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Nevadans celebrate high court’s gay marriage rulings

There was this old guy in white socks and sandals and a straw hat, and he smiled as he went out the door carrying a sign.

There was a chubby girl in a rainbow tank top and there were these two skinny kids, sisters, and they carried signs, too. “Equality now,” one of them said. “2 moms makes a right,” said the other one.

They were jubilant. Giddy, even. The couple hundred people who baked in a parking lot in the middle of town so they could cheer, and chant, and marvel, really, at how different things are now.

“I never thought in my lifetime I’d see it,” said Kat Welniak, one of the “2 moms” from the sign. “I honestly didn’t.”

But everything changed Wednesday.

In a 5-4 decision, the U.S. Supreme Court struck down a provision of a federal law that denied benefits to married gay couples. The court also passed on making a decision in a California case. While stopping short of invalidating all prohibitions on same-sex marriage, the no decision effectively cleared the way for such marriages to resume in California, probably within a month.

To celebrate, a coalition of Nevada groups staged a rally outside the Gay and Lesbian Community Center of Southern Nevada. The crowd looked to be a couple hundred strong, though it was hard to tell sometimes because in the 100-plus-degree heat, many people left the rally to go inside for quick blasts of air conditioning.

Speakers, who included elected officials and gay rights advocates, said the battle is not over in Nevada.

The Legislature this year passed a bill that could eventually overturn the state’s constitutional ban on same-sex marriages. But it will need to pass again in the next session, and then the issue would need to go before voters in 2016.

Bob Fulkerson, state director of the Progressive Leadership Alliance of Nevada, one of the rally’s sponsors, said the alliance will continue to push to overturn Nevada’s ban.

It might not have to, though. The high court could take up the issue again.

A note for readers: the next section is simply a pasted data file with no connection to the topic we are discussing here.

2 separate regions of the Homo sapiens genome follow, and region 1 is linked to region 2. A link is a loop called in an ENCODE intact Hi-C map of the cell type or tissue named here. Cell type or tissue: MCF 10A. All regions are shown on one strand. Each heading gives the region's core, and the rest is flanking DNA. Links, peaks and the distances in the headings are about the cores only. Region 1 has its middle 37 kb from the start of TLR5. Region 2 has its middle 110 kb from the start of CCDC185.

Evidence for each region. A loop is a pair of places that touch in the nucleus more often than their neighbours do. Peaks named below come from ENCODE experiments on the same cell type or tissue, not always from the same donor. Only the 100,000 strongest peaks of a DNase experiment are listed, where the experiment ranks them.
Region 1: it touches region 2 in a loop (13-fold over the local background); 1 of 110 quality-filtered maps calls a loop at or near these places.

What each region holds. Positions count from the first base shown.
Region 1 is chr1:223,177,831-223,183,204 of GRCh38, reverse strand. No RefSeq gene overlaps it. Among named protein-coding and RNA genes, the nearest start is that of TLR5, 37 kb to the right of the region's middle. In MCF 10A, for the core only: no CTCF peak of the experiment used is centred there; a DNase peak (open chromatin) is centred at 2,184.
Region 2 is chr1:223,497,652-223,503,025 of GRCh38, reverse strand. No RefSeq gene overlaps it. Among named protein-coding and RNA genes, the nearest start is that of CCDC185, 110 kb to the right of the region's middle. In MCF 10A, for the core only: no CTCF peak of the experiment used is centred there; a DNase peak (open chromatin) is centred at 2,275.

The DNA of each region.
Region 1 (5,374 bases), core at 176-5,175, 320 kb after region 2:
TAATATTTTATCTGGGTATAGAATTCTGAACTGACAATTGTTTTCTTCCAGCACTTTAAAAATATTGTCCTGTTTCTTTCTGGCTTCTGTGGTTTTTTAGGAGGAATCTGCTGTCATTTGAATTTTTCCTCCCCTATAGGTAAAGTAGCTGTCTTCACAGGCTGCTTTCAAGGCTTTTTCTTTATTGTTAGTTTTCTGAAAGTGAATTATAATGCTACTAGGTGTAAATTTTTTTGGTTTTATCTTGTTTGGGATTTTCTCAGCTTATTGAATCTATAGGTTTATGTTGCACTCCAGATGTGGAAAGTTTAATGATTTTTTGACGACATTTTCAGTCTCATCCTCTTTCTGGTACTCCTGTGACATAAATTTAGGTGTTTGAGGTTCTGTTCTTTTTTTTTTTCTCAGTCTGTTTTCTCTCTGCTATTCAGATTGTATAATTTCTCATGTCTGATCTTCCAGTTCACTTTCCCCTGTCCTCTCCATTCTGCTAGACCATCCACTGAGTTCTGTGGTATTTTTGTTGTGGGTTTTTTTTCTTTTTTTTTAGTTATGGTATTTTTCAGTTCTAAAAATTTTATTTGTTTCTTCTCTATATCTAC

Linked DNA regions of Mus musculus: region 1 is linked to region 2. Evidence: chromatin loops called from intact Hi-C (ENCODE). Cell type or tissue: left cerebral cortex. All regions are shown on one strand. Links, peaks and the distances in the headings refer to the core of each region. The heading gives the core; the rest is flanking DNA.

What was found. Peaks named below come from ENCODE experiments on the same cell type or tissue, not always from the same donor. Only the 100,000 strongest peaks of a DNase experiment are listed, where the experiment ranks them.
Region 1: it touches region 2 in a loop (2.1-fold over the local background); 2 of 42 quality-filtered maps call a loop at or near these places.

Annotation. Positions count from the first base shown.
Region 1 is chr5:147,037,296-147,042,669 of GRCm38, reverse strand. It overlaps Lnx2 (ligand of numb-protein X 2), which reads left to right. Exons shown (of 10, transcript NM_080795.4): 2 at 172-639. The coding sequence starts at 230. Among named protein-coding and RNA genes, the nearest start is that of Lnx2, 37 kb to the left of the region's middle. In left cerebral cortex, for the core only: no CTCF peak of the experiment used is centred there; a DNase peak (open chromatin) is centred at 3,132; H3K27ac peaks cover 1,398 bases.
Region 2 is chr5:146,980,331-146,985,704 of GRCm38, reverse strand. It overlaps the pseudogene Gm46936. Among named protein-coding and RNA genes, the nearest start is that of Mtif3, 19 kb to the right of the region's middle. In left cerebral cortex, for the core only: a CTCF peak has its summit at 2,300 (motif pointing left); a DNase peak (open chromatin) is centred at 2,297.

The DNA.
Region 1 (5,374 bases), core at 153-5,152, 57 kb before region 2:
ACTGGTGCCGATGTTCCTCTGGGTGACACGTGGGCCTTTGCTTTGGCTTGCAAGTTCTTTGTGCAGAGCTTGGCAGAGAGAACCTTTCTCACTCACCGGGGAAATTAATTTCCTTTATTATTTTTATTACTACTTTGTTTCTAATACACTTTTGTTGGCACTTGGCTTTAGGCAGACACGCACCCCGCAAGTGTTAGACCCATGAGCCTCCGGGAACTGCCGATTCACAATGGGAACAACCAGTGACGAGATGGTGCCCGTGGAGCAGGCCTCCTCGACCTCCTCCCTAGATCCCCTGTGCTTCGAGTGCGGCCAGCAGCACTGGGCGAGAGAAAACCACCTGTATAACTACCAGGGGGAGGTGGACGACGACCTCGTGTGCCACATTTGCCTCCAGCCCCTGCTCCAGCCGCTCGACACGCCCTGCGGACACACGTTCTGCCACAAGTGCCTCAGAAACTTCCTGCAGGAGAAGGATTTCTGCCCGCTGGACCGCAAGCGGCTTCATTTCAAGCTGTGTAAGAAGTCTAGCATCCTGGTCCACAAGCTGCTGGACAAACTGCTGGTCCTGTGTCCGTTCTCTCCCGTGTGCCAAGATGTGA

Richard Ziser, co-chairman of Nevada Concerned Citizens and one of the leaders of the Coalition for the Protection of Marriage in Nevada, which led the effort to win voter approval of the protection of marriage amendment more than a decade ago, said the ruling in the California case moves a Nevada federal case dealing with the same issue to the front of the queue.

The Lambda Legal Center is challenging Nevada’s ban on gay marriage on behalf of eight gay and lesbian couples who sought Nevada marriage licenses.

Supporters of the current definition won at the U.S. District Court level, but that decision is on appeal to the 9th U.S. Circuit Court of Appeals. The ruling by Judge Robert C. Jones issued in 2012 said that Nevada’s law does not violate the Equal Protection Clause of the 14th Amendment.

“Remember where we were in November of 2008?” Raymond Wilmer, the center’s director, asked Wednesday’s crowd.

He reminded them how awful it was, just after the passage of Proposition 8 in California, which outlawed same-sex marriages there.

The Center held a rally then, too. That one was born of anger and surprise.

“But it did something for us,” Wilmer said. “It united this crowd. It united our community.”

Something happened in those short five years. Poll after poll shows a majority of Americans support gay marriage now. That wasn’t true in 2008.

“Is everyone feeling a little more equal today?” Tod Story, the executive director of the ACLU of Nevada, asked the crowd.

Woohoo! the crowd said.

Although critics of gay marriage in Nevada did not speak out against the high court rulings, several national groups did criticize the decisions.

Tim Wildmon, president of the American Family Association, said: “We are deeply saddened by today’s decision to not only allow but encourage same-sex marriage in our country — a country that was founded on biblical principles.”

The number of same-sex couples in Nevada has climbed dramatically since the state banned same-sex marriages a decade ago, according to U.S. Census Bureau figures.

In the 2000 census, 3,286 such couples lived in the state. A decade later, that number has more than doubled to 7,140.

A parade of state legislators took to the stage at the rally, promising to fight hard to change things in Nevada.

“2016 will be here before we know it,” said Assemblyman Elliot Anderson, D-Las Vegas, who sponsored the bill that could eventually overturn the state’s ban. “We’ve got to be ready to make sure we carry this through.”

Welniak will be ready.

She and her partner, Gina Webb, said they’ve been together for 25 years. They met in college in Southern California and they fell in love.

It was hard, then, harder than it is now, to be an out, gay couple. But they plowed ahead, because what else could they do?

Webb wanted a baby, and Welniak wanted to get married, so that’s what they did. They got married — unofficially, of course — and Gina gave birth to McKayla, who’s now 14.

A few years passed. They wanted another child, so they found a baby girl named Justice, and Welniak adopted her. Justice is 9 now.

Both girls use Webb-Welniak as their last name. Both were enthusiastic at the rally, despite the heat. They seemed to be having the time of their lives.

“We’ve got kids here,” said Welniak, nodding toward the girls, “who will love everybody.”

Review-Journal reporter Brian Haynes contributed to this report.

Contact Capital Bureau reporter Sean Whaley at swhaley@reviewjournal.com or 775-687-3900.

Contact reporter Richard Lake at rlake@reviewjournal.com or 702-383-0307.

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